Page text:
Friday, November 21, 2008

A Conservative Contradiction

According to Think Progress, Mike Huckabee and other conservatives has come up with an intriguing argument against gay marriage. It seems that Gays haven't suffered enough! Huckabee is quoted as claiming that he is all for gay rights but gay marriage would redefine an institution.

Here's the exchange between Huckabee and Joy Behar ABC's show "The View"

"People who are homosexuals should have every right in terms of their civil rights, to be employed, to do anything they want. But that’s not really the issue. I know you talked about it and I think you got into it a little bit early on. But when we’re talking about a redefinition of an institution, that’s different than individual civil rights.

BEHAR: Well, segregation was an institution, too, in a way. It was right there on the books.

HUCKABEE: But here is the difference. Bull Connor was hosing people down in the streets of Alabama. John Lewis got his skull cracked on the Selma bridge."

Watch it here:

Now the argument does make an odd sort of sense until you remember that these very conservatives are the ones who have exploited Southern White fears about race, support states rights as opposed to civil rights, and basically have dragged their feet on every major piece of civil rights legislation. Remember the Equal Rights Amendment?

Besides, some people deserve more civil rights because they have suffered more? That doesn't sound to me like a good conservative position. But, hey, what do I know? I'm a liberal.

Sunday, November 16, 2008

Imagine those uppity gays...

Just who do they think they are...wanting the same rights as everyone else.

Wanda pretty much sums up my feelings.

I think what has people confused is that there is 'marriage' as contract and 'marriage' as a sacramental union. The two are not the same. So let the state deal with marriage as contract open to all and those who want the sacramental union (Holy Matrimony) look to their churches. Hmmm that's the way it is supposed to work now and as the courts are beginning to realize, it doesn't for part of our population.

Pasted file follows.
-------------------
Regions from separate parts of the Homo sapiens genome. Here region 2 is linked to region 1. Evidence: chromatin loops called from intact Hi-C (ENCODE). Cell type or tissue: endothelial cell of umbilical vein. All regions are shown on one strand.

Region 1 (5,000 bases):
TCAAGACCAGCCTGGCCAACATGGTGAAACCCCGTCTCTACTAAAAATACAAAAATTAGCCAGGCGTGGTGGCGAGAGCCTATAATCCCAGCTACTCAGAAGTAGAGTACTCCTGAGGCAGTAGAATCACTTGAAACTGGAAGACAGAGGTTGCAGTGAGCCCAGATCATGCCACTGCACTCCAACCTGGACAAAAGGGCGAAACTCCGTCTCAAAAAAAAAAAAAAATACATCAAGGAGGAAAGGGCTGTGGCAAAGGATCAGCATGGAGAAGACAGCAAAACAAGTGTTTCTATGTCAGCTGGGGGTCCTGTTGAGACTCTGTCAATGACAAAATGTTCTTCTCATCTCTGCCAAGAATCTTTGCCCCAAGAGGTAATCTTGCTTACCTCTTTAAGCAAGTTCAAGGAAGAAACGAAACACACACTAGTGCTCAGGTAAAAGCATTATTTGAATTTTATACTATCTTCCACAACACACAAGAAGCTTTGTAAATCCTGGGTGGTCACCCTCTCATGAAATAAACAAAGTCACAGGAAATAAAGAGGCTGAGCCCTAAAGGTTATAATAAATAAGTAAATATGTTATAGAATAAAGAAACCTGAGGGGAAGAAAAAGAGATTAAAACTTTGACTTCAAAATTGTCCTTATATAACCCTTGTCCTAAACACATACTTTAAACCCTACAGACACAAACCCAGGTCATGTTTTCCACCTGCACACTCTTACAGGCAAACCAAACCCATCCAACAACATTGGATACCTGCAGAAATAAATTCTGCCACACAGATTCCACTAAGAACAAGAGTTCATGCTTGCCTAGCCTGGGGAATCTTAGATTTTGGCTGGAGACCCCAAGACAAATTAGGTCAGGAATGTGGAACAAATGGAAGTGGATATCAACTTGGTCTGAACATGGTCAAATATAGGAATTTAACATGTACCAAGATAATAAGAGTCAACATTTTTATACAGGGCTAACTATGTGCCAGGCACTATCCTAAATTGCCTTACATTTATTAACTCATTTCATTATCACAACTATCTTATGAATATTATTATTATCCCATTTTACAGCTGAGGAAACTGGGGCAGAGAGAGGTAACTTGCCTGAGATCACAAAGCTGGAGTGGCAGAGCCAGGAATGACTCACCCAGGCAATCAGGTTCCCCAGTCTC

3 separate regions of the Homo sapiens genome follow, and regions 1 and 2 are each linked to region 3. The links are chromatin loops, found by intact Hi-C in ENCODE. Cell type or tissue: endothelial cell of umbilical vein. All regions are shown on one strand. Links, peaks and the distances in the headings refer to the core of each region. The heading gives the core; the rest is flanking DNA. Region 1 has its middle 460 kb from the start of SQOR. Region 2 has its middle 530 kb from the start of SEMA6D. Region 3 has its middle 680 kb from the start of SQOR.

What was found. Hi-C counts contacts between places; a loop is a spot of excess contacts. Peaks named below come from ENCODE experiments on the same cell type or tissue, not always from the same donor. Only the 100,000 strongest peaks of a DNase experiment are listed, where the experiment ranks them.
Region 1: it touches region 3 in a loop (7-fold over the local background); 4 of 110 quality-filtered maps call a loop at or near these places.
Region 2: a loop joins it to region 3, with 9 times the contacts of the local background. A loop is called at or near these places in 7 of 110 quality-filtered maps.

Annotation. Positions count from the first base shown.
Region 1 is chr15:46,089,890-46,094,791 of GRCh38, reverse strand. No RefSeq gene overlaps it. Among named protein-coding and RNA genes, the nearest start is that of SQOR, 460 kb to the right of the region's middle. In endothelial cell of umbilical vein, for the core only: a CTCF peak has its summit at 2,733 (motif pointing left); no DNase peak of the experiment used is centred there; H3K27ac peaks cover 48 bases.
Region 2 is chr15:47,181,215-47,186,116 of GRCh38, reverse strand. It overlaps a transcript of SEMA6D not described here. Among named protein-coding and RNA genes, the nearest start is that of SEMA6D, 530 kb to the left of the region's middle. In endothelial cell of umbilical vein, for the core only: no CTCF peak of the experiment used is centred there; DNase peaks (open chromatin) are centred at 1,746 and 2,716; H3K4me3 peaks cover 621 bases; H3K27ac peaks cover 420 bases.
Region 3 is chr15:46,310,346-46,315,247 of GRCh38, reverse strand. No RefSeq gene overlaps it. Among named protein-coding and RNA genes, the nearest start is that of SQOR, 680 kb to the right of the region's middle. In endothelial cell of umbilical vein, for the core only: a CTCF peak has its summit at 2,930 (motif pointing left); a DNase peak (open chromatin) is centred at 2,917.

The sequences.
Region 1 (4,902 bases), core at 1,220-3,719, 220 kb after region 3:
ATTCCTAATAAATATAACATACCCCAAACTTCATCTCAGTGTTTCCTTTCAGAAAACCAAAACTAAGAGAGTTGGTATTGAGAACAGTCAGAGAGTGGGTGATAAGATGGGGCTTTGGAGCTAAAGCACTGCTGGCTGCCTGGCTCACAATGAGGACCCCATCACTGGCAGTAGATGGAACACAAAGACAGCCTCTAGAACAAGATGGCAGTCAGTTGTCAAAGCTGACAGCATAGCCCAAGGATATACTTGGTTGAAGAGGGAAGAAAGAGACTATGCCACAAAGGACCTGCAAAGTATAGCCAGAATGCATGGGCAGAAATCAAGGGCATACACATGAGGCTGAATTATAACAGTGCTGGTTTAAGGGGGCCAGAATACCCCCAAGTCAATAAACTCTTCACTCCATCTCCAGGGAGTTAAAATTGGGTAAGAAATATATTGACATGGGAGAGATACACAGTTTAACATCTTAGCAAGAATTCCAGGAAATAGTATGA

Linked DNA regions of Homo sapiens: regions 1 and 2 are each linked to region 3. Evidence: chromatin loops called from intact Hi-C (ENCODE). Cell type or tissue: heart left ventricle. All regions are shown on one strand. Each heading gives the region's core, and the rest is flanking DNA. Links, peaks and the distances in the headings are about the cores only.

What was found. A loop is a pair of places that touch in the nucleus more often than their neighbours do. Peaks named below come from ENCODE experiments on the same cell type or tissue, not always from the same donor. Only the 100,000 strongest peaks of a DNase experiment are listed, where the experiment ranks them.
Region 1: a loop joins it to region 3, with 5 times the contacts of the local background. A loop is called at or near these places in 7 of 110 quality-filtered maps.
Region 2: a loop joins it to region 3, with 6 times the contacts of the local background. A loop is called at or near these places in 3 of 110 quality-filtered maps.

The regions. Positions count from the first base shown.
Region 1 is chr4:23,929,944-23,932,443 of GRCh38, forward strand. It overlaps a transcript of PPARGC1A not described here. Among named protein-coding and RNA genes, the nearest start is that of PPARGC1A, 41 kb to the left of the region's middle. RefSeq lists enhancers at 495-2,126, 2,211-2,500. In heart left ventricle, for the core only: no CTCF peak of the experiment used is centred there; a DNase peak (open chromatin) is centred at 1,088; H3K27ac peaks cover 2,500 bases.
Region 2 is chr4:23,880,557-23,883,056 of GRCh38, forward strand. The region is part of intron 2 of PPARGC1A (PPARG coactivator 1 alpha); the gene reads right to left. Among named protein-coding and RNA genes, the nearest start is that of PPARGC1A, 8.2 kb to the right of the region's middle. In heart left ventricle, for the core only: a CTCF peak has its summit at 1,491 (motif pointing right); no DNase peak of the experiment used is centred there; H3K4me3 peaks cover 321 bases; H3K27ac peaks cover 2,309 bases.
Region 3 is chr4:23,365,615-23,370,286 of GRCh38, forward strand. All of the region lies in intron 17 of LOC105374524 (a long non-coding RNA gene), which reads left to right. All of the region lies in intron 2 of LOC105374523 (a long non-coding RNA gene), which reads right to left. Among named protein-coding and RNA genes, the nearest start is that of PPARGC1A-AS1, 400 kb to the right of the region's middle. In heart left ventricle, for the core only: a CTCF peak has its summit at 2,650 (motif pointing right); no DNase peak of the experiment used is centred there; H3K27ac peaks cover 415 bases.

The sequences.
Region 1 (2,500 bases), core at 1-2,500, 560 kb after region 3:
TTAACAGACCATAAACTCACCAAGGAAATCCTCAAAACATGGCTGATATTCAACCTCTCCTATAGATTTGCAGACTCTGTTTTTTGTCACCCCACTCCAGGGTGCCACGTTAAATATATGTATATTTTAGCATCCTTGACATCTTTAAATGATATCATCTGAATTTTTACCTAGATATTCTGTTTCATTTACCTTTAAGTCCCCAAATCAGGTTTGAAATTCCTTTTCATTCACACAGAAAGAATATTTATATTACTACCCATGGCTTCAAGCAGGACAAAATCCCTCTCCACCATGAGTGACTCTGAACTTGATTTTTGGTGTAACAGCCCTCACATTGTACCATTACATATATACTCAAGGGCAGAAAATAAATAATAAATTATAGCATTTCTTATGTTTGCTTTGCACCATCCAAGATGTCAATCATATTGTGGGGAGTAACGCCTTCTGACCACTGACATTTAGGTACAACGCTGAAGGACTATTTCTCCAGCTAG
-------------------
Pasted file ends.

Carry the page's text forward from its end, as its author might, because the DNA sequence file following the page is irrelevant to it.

Tuesday, November 11, 2008

A Great Time for Genetics

This is a great time to be involved in genetics because there is so much change happening in all areas of genetics from real basic stuff such as the nature of the gene to how genes figure into evolution.

There is a great series of articles in the New York Times science section that you ought to look at to get some sense of the excitement today in genetics.

The first article by Carl Zimmer looks at the genome, all the DNA found in our chromosomes. The article focuses not so much on the classical protein coding genes that every one thinks about the rather the 99% of the DNA in our cells, that is not well understood. The article also delves in to what do we mean by a gene any way? The concept started with Mendel who not knowing about DNA called genes factors. During most of the 20th century we taught that genes code for proteins but now we understand that genes are a lot weirder than the cut and dry protein coding segments of DNA we thought they were.

The next article by Andrew Pollack looks at RNA and the many roles of this molecule in genetics. We used to think that there were three types of RNA, ribosomal, transcript and messenger but now we understand that there are other types of RNA that are involved in the regulation of genes and their expression. Some of these RNA’s may revolutionize the way we treat certain diseases.

The next article in the series by Benedict Carey looks at new hypothesis about mental illness which says that certain types of mental illness might result in the conflict of genes from a person’s parents.

The notion that genes may be in conflict with one another may seem odd, but here is an example. We know that there are genetic elements that make extra copies of themselves in the genome or bias the results of meiosis so that more of them get passed on to the offspring even at the expense of the fitness of the individual organism. It turns out that in response to these sorts of “selfish elements”, other genes suppress the activity of the “selfish genes” . Gene conflict also plays out in the male parent’s vs the female parent’s genes during development and the article discusses an interesting example of that.